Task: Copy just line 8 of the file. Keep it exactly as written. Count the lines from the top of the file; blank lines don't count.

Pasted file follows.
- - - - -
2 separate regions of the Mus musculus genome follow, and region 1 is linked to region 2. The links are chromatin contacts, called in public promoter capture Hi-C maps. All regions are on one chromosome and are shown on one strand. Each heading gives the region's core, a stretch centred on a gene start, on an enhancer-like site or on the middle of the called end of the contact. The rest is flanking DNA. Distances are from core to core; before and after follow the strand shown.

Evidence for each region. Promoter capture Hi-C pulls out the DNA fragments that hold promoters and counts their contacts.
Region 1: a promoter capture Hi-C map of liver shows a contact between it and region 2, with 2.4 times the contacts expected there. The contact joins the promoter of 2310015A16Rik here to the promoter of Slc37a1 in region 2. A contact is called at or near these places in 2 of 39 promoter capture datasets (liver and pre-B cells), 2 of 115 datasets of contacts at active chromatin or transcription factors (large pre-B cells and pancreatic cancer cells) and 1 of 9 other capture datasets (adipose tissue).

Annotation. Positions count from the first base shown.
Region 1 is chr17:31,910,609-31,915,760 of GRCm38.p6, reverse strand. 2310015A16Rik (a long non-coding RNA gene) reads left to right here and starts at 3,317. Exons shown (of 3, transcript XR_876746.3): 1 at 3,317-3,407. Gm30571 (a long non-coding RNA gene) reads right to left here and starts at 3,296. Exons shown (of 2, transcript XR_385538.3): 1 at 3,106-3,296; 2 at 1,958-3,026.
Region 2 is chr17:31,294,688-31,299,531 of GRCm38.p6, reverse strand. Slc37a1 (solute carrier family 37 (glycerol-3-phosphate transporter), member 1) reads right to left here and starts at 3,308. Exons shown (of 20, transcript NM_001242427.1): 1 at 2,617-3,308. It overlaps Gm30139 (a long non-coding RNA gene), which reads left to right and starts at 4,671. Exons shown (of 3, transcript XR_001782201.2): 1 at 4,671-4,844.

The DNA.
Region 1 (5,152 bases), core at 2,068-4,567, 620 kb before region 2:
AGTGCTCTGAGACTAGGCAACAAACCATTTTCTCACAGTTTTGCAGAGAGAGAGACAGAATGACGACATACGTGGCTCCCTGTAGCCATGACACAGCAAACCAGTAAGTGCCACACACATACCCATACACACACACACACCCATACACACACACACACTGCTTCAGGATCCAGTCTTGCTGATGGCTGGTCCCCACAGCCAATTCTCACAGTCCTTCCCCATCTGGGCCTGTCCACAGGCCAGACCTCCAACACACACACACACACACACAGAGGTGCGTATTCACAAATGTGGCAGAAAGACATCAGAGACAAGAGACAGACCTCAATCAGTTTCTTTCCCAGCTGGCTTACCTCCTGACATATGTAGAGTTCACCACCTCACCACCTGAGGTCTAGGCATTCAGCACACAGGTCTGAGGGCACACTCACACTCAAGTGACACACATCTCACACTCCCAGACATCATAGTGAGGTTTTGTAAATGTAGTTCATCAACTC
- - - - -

Region 1 (5,152 bases), core at 2,068-4,567, 620 kb before region 2: